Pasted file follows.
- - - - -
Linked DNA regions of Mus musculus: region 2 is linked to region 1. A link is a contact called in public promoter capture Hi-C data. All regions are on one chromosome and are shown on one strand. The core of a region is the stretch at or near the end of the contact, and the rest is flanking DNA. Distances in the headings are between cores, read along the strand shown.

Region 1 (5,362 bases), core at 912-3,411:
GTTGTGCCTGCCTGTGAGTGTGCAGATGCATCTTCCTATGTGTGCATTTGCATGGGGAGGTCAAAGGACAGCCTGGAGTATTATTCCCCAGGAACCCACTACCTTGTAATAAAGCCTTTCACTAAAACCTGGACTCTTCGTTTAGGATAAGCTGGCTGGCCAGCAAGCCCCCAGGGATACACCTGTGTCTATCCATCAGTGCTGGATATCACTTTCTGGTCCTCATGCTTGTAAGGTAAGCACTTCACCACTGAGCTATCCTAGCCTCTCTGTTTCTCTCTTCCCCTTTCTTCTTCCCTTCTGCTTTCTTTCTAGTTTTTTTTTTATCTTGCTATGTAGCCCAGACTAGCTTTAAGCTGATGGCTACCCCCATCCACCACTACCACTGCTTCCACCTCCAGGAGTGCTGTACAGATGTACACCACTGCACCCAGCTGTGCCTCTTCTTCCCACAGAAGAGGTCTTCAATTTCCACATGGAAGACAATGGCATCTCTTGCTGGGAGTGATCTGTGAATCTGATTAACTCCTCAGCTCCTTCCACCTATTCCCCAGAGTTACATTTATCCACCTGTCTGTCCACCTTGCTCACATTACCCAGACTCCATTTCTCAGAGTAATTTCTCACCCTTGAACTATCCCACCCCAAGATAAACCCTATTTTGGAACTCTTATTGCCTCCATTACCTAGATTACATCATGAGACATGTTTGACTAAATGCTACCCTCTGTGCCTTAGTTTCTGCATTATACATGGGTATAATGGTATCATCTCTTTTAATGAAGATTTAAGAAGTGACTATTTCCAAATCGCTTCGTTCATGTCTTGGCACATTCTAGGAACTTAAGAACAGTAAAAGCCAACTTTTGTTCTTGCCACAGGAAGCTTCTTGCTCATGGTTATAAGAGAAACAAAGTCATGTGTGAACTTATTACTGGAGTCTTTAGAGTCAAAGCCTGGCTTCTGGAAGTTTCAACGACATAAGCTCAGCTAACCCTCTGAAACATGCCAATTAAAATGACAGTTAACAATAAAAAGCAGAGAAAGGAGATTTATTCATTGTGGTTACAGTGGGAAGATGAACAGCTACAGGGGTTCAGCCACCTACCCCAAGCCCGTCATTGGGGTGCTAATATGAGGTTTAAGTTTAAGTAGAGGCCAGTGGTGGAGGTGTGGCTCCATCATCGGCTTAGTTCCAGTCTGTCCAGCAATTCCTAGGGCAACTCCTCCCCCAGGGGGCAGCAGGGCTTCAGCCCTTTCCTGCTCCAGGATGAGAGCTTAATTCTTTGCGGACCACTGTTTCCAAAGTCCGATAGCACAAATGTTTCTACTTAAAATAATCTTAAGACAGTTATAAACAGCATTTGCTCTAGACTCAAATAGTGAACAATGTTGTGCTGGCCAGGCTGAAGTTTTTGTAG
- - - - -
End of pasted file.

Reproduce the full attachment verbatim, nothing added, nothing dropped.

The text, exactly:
Linked DNA regions of Mus musculus: region 2 is linked to region 1. A link is a contact called in public promoter capture Hi-C data. All regions are on one chromosome and are shown on one strand. The core of a region is the stretch at or near the end of the contact, and the rest is flanking DNA. Distances in the headings are between cores, read along the strand shown.

Region 1 (5,362 bases), core at 912-3,411:
GTTGTGCCTGCCTGTGAGTGTGCAGATGCATCTTCCTATGTGTGCATTTGCATGGGGAGGTCAAAGGACAGCCTGGAGTATTATTCCCCAGGAACCCACTACCTTGTAATAAAGCCTTTCACTAAAACCTGGACTCTTCGTTTAGGATAAGCTGGCTGGCCAGCAAGCCCCCAGGGATACACCTGTGTCTATCCATCAGTGCTGGATATCACTTTCTGGTCCTCATGCTTGTAAGGTAAGCACTTCACCACTGAGCTATCCTAGCCTCTCTGTTTCTCTCTTCCCCTTTCTTCTTCCCTTCTGCTTTCTTTCTAGTTTTTTTTTTATCTTGCTATGTAGCCCAGACTAGCTTTAAGCTGATGGCTACCCCCATCCACCACTACCACTGCTTCCACCTCCAGGAGTGCTGTACAGATGTACACCACTGCACCCAGCTGTGCCTCTTCTTCCCACAGAAGAGGTCTTCAATTTCCACATGGAAGACAATGGCATCTCTTGCTGGGAGTGATCTGTGAATCTGATTAACTCCTCAGCTCCTTCCACCTATTCCCCAGAGTTACATTTATCCACCTGTCTGTCCACCTTGCTCACATTACCCAGACTCCATTTCTCAGAGTAATTTCTCACCCTTGAACTATCCCACCCCAAGATAAACCCTATTTTGGAACTCTTATTGCCTCCATTACCTAGATTACATCATGAGACATGTTTGACTAAATGCTACCCTCTGTGCCTTAGTTTCTGCATTATACATGGGTATAATGGTATCATCTCTTTTAATGAAGATTTAAGAAGTGACTATTTCCAAATCGCTTCGTTCATGTCTTGGCACATTCTAGGAACTTAAGAACAGTAAAAGCCAACTTTTGTTCTTGCCACAGGAAGCTTCTTGCTCATGGTTATAAGAGAAACAAAGTCATGTGTGAACTTATTACTGGAGTCTTTAGAGTCAAAGCCTGGCTTCTGGAAGTTTCAACGACATAAGCTCAGCTAACCCTCTGAAACATGCCAATTAAAATGACAGTTAACAATAAAAAGCAGAGAAAGGAGATTTATTCATTGTGGTTACAGTGGGAAGATGAACAGCTACAGGGGTTCAGCCACCTACCCCAAGCCCGTCATTGGGGTGCTAATATGAGGTTTAAGTTTAAGTAGAGGCCAGTGGTGGAGGTGTGGCTCCATCATCGGCTTAGTTCCAGTCTGTCCAGCAATTCCTAGGGCAACTCCTCCCCCAGGGGGCAGCAGGGCTTCAGCCCTTTCCTGCTCCAGGATGAGAGCTTAATTCTTTGCGGACCACTGTTTCCAAAGTCCGATAGCACAAATGTTTCTACTTAAAATAATCTTAAGACAGTTATAAACAGCATTTGCTCTAGACTCAAATAGTGAACAATGTTGTGCTGGCCAGGCTGAAGTTTTTGTAG